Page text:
The Basics of Debian Package Management: DEB Packages [Linux 101]

Linux proponents point to the fact that it can be customized for just about any purpose as one of its biggest strengths. On the other hand, this has led to a wide variety of distributions, each with different strengths and weakness than the last. DistroWatch itself is tracking some 733 different distributions of Linux. And one of the most basic things that separates these many distros is the package management system.

By and large, distros will use one of three package management systems:

  • RPM, or the Red Hat Package Manager format, originally developed by Red Hat
  • DEB, or Debian Package format, release with the initial version of Debian 1.0
  • TGZ, the format used by Slackware, among others.

At one time, it is actually difficult to find DEB packages of some software. The conversion to the DEB format via the “alien” tool is one of the only options available, unless it was in one of the Debian repositories. With the entrance of Canonical and Ubuntu, packaging software in DEB format is much more common now. Let’s take a look at how a DEB package is constructed.

DEB Package Basics

DEB packages are actually archives compressed with the “ar” command. “ar” is installed on Ubuntu systems out of the box, so you can launch it at the command line. The command to extract all files from an archive is:

ar -x *filename*



So grab a Debian package from somewhere (either download from a website, or if you’ve used “apt-get” recently, you may have some cached in “/var/cache/apt/archives/”), run the command above on it.

A basic Debian-format package consists of three main parts:

  • A file called “debian-binary”
  • A gzipped TAR archive called “control.tar.gz”, which contains data about the package (such as dependencies).
  • A gzipped TAR archive called “data.tar.gz”, which contains all the files, including the main executable, any documentation, etc…

The “debian-binary” File

This is simple: this text file contains only the text “2.0” and a carriage return. This tells the package manager what version of the DEB format this package is.

The “control.tar.gz” File

The “control.tar.gz” is itself an archive (most commonly in gzipped TAR format, although some others are supported). It will contain a one or more text files:

  • A file called “control”, which contains information about the package being installed, what other packages it may need to run, and who is maintaining it.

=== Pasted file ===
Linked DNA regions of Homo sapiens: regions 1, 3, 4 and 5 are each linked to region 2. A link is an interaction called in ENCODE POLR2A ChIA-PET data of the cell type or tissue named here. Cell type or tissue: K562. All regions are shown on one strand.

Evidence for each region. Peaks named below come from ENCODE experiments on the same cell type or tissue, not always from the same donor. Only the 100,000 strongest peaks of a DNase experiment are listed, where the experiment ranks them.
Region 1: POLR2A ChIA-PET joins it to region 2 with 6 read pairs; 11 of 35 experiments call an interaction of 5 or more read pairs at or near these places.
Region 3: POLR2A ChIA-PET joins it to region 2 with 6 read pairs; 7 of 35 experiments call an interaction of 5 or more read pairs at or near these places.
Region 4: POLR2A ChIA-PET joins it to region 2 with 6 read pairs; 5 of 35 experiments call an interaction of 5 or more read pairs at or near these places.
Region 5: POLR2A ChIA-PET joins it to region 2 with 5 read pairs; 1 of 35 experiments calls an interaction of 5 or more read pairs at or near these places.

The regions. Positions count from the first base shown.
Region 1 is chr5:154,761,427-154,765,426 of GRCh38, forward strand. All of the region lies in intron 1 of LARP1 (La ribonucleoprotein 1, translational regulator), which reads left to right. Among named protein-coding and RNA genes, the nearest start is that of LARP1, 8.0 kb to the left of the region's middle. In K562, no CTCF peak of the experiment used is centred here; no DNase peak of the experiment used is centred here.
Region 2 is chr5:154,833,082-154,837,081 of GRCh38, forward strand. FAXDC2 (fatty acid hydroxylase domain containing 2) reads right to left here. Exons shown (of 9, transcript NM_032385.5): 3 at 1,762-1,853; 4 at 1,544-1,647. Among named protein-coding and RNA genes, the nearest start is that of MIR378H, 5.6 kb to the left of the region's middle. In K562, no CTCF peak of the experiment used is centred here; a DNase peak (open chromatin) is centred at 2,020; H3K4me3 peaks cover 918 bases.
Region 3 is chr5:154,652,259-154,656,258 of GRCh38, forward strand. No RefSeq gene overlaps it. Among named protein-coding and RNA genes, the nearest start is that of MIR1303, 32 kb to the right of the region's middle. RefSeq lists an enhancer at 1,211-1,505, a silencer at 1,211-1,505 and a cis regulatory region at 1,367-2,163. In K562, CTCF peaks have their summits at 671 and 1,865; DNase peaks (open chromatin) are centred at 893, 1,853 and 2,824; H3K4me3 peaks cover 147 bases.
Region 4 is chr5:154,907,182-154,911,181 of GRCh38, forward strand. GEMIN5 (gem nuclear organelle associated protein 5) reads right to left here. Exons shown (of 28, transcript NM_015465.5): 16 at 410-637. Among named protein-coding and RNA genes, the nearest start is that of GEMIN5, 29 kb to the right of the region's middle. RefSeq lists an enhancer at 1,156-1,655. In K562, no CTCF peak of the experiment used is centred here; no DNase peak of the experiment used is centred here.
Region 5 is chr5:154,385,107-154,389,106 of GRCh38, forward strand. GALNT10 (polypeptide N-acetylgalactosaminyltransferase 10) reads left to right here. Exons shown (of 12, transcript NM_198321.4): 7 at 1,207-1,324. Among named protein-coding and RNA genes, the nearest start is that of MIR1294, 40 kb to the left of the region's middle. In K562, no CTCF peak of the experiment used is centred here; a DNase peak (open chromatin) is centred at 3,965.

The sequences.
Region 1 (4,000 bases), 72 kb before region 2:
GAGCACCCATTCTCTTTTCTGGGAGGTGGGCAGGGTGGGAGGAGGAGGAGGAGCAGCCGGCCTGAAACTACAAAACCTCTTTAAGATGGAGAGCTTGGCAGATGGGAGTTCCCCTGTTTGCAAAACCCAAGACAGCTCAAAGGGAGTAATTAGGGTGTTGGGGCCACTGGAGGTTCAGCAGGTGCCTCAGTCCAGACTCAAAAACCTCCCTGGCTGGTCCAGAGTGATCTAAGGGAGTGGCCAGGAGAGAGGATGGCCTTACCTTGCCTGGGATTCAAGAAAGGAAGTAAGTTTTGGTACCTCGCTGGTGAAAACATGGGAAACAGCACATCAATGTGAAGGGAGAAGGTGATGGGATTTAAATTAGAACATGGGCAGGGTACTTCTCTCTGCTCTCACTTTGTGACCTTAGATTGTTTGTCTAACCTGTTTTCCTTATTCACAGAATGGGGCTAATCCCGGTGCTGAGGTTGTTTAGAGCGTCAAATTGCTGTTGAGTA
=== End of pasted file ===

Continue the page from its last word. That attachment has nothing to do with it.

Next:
• Two optional files, “preinst” and “postinst”, which are shell scripts to be run before and after installation, respectively.
  • Two optional files, “prerm” and “postrm”, which are shell scripts to be run before and after uninstalling, respectively.

You can use this to do some configuration before or after the package is installed (for example, if your package required a particular firewall port to be open, you could use the “postrm” script to call “ufw” to make a firewall rule).

The “data.tar.gz” File

The most important part for us to worry about is the “data.tar.gz” file, as we’ll need to create a directory structure for our files. It’s also worth taking a look at the Filesystem Hierarchy Standard, which is the directory structure most Linux distributions adhere to, including Ubuntu. For binary packages (i.e. unless you’re creating a “source package”, which will the system can automatically compile into a binary package), the most important directories are:

  • /etc: Any system-wide, application-related configuration should be placed here.
  • /usr/bin: The main executable(s) for your program should go here.
  • /usr/lib: Any shared libraries you use for your program (if you’re programming in a language like C++) should go here, and/or in a separate package) should be in a sub-directory (with your program’s name) here.
  • /usr/share/doc: If you’re planning on including any documentation with your program, such as a README file or HTML/PDF documentation, it should go here in a sub-directory named for your program.
  • /usr/share/icons: For GUI programs, if they’re going to have an icon, you can place it here. This directory is usually split into sub-directories based on icon theme and/or icon size, but you can just create on icon and place it in the main directory.

Now that you know what a DEB package looks like when you take it apart, in the next article we’ll see how we go about putting one together.

Aaron Peters

Aaron is an interactive business analyst, information architect, and project manager who has been using Linux since the days of Caldera. A KDE and Android fanboy, he'll sit down and install anything at any time, just to see if he can make it work. He has a special interest in integration of Linux desktops with other systems, such as Android, small business applications and webapps, and even paper.

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